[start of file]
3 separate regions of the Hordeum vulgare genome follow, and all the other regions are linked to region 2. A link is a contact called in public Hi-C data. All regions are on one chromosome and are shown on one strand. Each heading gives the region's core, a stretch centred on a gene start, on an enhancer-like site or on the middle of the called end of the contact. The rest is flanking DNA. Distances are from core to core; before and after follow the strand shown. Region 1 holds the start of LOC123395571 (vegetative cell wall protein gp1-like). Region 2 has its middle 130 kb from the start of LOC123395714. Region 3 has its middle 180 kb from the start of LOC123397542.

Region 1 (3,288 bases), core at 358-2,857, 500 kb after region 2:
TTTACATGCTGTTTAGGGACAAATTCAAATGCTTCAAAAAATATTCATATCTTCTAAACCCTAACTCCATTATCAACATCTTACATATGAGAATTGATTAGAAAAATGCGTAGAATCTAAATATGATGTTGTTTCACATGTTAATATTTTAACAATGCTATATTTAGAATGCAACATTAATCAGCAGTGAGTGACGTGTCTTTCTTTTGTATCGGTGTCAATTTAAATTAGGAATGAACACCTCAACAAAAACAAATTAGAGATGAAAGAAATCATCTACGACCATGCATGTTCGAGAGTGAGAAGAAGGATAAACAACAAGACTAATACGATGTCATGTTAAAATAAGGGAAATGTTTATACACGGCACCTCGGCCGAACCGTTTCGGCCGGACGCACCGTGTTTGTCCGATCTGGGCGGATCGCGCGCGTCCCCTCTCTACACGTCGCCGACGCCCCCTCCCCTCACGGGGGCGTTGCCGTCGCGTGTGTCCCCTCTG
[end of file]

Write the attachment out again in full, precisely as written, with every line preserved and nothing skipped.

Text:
3 separate regions of the Hordeum vulgare genome follow, and all the other regions are linked to region 2. A link is a contact called in public Hi-C data. All regions are on one chromosome and are shown on one strand. Each heading gives the region's core, a stretch centred on a gene start, on an enhancer-like site or on the middle of the called end of the contact. The rest is flanking DNA. Distances are from core to core; before and after follow the strand shown. Region 1 holds the start of LOC123395571 (vegetative cell wall protein gp1-like). Region 2 has its middle 130 kb from the start of LOC123395714. Region 3 has its middle 180 kb from the start of LOC123397542.

Region 1 (3,288 bases), core at 358-2,857, 500 kb after region 2:
TTTACATGCTGTTTAGGGACAAATTCAAATGCTTCAAAAAATATTCATATCTTCTAAACCCTAACTCCATTATCAACATCTTACATATGAGAATTGATTAGAAAAATGCGTAGAATCTAAATATGATGTTGTTTCACATGTTAATATTTTAACAATGCTATATTTAGAATGCAACATTAATCAGCAGTGAGTGACGTGTCTTTCTTTTGTATCGGTGTCAATTTAAATTAGGAATGAACACCTCAACAAAAACAAATTAGAGATGAAAGAAATCATCTACGACCATGCATGTTCGAGAGTGAGAAGAAGGATAAACAACAAGACTAATACGATGTCATGTTAAAATAAGGGAAATGTTTATACACGGCACCTCGGCCGAACCGTTTCGGCCGGACGCACCGTGTTTGTCCGATCTGGGCGGATCGCGCGCGTCCCCTCTCTACACGTCGCCGACGCCCCCTCCCCTCACGGGGGCGTTGCCGTCGCGTGTGTCCCCTCTG